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Old September 29, 2020, 11:27 PM   #26
cpt-t
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ghbucky: I carried a M1 Carbine some in 1968 & 1969 and also in 1971 & 1972 in Vietnam. I really learned to enjoy carrying that little Carbine and I trusted mine with my life every day I carried it. It was defiantly a causality producer, no dought about that. I never had any problems, with any of the M1 Carbines I used and carried. And I never felt under armed carrying one of them, in Combat in Vietnam. And now I am getting Old and My M1 Carbine is never very far out of hand after dark. And I still have complete compendence and trust in my old M1 Carbine 50+ years later.
ken
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Old September 30, 2020, 04:37 PM   #27
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The US turned out in excess of 10k a day of these things in 3 different factories. There is no way they would put that much effort into producing something that wasn't intended to be used directly in the war.
In the early part of the war, M1 Carbines were churned out and handed to just about anyone who rated one. Remember, as a replacement for the 1911, the M1 Carbine went primarily to the same types who would have rated a 1911 pistol (cooks, truck drivers, officers, NCOs, rear area types, etc) while the M1 rifle went to the infantrymen. We started WW2 with Springfields and Enfields and a few M1 rifles, and the M1 wasn't fully deployed until 1943-44. We handed any rifles we could to the troops who needed a rifle. Later in the war the lines blurred a bit as street fighting took the place of large fields. A lot of people get their ideas of what was issued from movies, and movies are notorious in their overlooking details. In Korea, there were a lot of M1 Carbines, but a lot of troops liked the extra energy of the M1 rifle. My uncle (1st Marine Division) was issued an M1 Carbine, and he dropped it and retrieved a M1 rifle at the first opportunity due to the ranges involved where they were fighting.
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Old October 1, 2020, 02:42 PM   #28
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I don't pretend to be a military/M1 Carbine Historian.

But I'll make a generalized statement. If you job was "Infantry Rifleman" most of the time you could do your job best with the full sized battle rifle,such as the Garand.
But it might be that if you are a Platoon Leader,or RTO, or a number of other serious combat jobs,you are most effective focusing on another roll besides rifleman.
You still need an effective weapon to fight with.

Somehow the folks doing the fighting have a good idea of what will serve best.

Sometimes that was the M1 or M2 carbine.
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Old October 1, 2020, 06:26 PM   #29
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Looks like a nice example!

I picked up a number of carbines over the past couple of years. Of course, I waited until they were going for close to $1K to decide to finally pick one up.

There is a lot of info on them on the web if youre looking to chase what you have down, reload, etc. Ive found some good info here.....

https://thecmp.org/sales-and-service...e-information/

http://www.uscarbinecal30.com/manufacturers.html

Of the 5 Ive picked up, all of them were about 65-75% function wise, give or take. They shot OK, but I was having a lot of constant stoppages. Two things got them up to about 95% or so.

One, ditch the GI mags and get some of the new made Korean mags. They are readially availabe and cheap. $12 or so for the 15 rounders, a couple of bucks more for the 30's. Not sure if you can get a chocie, but some of the 15 rounders do have hold open followers in them. I have both, and they work.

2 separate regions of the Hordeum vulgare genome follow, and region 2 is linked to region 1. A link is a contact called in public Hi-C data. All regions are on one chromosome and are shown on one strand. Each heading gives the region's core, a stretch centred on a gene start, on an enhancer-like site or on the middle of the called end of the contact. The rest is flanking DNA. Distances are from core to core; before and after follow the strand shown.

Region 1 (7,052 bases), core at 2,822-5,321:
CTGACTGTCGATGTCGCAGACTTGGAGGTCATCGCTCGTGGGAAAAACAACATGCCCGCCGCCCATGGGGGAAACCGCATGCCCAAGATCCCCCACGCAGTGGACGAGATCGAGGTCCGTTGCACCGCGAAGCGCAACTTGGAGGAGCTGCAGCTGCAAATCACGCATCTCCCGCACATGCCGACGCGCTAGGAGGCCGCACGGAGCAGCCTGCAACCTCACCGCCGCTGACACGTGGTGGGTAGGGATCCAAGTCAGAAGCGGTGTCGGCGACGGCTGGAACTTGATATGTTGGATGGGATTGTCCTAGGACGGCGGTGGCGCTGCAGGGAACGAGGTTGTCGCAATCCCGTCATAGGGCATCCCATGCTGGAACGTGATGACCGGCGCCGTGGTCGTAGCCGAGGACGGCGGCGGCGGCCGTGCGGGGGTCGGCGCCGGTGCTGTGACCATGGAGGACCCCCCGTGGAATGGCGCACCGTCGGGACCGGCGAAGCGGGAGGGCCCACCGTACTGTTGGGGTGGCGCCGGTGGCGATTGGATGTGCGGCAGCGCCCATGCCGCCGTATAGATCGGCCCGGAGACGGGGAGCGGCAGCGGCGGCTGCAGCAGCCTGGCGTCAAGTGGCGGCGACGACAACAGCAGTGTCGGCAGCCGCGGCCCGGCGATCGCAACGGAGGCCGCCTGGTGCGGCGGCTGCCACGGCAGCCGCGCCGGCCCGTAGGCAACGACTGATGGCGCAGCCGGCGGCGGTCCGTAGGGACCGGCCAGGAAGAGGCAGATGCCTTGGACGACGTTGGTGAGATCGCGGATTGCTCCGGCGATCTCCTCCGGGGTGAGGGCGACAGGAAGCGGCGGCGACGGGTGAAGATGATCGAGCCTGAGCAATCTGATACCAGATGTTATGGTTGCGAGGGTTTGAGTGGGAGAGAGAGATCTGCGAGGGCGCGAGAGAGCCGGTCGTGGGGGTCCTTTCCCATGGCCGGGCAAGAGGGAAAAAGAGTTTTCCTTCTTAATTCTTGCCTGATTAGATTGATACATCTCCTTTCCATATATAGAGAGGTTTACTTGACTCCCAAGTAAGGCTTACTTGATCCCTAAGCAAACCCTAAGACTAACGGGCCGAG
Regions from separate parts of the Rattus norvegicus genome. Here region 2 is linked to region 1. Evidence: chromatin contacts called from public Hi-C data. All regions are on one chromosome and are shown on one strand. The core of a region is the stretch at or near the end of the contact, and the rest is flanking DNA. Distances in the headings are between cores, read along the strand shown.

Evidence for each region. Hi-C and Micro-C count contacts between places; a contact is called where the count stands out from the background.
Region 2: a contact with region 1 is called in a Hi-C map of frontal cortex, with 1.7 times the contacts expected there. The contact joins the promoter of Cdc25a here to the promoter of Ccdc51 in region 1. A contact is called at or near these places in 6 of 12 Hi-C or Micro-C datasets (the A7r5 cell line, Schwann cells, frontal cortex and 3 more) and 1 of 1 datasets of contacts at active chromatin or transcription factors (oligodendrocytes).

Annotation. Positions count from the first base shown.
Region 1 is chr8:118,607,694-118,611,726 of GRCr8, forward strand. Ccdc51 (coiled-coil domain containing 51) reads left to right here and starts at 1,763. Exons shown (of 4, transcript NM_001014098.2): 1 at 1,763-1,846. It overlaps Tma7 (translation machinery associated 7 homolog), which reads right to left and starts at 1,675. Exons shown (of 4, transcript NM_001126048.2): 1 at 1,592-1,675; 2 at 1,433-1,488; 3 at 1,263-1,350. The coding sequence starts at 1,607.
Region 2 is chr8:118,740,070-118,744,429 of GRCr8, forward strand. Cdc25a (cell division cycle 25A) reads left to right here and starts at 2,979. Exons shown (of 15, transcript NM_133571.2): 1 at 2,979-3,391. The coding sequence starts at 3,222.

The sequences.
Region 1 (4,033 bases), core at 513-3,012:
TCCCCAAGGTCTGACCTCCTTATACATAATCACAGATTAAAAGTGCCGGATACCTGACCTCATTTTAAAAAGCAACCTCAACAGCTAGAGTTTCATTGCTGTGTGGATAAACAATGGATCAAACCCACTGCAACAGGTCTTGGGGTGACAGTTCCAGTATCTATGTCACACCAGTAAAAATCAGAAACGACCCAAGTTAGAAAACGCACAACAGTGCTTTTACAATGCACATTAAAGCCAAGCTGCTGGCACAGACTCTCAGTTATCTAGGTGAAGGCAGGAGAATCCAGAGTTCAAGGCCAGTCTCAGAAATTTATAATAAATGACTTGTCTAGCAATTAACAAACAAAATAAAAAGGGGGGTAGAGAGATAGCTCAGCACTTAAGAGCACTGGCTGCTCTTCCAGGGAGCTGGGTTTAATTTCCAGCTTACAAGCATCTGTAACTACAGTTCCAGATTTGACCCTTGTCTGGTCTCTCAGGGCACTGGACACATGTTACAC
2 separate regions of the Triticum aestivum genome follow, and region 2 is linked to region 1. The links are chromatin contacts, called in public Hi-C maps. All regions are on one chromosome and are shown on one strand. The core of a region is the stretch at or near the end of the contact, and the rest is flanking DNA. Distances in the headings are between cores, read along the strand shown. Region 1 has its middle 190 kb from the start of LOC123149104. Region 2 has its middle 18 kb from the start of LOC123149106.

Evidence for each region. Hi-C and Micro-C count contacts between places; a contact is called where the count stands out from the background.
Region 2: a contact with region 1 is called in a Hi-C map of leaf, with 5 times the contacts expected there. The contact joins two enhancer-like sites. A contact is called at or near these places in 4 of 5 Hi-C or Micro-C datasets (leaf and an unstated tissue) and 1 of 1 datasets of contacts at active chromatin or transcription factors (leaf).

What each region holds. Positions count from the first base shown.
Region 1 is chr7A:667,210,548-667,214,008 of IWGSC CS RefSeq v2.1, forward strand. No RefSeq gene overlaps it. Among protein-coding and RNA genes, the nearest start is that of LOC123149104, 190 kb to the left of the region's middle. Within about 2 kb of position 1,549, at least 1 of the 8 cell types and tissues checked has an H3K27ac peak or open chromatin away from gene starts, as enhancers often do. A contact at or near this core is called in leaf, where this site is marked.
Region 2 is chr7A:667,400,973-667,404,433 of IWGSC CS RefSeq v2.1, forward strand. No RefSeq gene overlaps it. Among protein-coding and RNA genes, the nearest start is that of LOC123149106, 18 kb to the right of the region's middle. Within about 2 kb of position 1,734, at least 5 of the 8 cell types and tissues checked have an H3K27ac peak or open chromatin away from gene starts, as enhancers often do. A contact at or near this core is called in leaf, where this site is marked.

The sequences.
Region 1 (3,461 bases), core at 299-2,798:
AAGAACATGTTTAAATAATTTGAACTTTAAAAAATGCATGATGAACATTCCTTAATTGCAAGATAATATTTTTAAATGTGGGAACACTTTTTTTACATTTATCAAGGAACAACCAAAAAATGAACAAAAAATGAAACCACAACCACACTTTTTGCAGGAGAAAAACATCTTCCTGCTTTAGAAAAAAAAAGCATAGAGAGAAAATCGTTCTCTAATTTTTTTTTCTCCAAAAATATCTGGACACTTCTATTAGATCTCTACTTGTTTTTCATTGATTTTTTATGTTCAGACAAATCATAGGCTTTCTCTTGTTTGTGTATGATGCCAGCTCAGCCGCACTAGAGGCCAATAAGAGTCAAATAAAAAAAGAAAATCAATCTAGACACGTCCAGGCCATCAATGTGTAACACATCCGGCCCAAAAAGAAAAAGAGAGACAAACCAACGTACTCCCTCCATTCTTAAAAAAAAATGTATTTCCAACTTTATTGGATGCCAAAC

The other thing I had to do to all the guns I have, and that was rebuild the bolt. New extractor, ejector, and all the springs. Numrich/Gun Parts has everyting you need, and they also have the tools to strip the bolt.

https://www.gunpartscorp.com/

Once I swaped out the bolt parts, and mags, reliability has been much better and I rarely get a stoppage now. If and when I do, its usually one of the few USGI mags I kept and use when I shoot thats in the gun when it happens.

One other thing I ran across with all of them was, the rear sights had been knocked out of their staking, and the sights were loose. I even had one fall off the gun the first time I shot it. If you look close, you can see where the sight was originally staked in the dovetail, and if the dimples dont line up, youll want to move it back and restake it.

The CMP has a couple of articles on the sights and how to deal with getting the elevation to match the number settings on the rear slider. Assuming yours dont match up.


One of the reasons I never got into these when they were dirt cheap was, the ammo never was "cheap", even the surplus stuff, and it still isnt.

If you reload, its a LOT cheaper, and the round is easy to load for. The original loading was 15 grains of 296 with a 110-grain FMJ. Its basically a max load, but and the gun functions and shoots well with it.

Ive chrono'd that load out of mine, and its running just under 2000 fps.


Starline has brass for it, and it seems to hold up OK to regular loading, assuming you can find it.

One thing that really sucks about the carbines is, they throw brass everywhere and anywhere, and with no rhyme or reason. Recoveing brass can be a PITA.

If you dont reload, you may want to start, as, once you start shooting the gun, youre just going to want to shoot it all the time.
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Old December 6, 2020, 09:45 PM   #30
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I took one of my ten remaining Carbines out yesterday, after sighting my night vision rifles I began to bang away with the neat Winchester Carbine. She did not skip a beat emptying four WWII vintage magazines without incident, I was regularly ringing the steel targets at 80 and 100 yards.
I once collected the M1 Carbine accumulating close to fifty of them and then I got the Colt SAA bug and sold and traded firearms for many Colt’s. The ten Carbines left will remain as long as I do..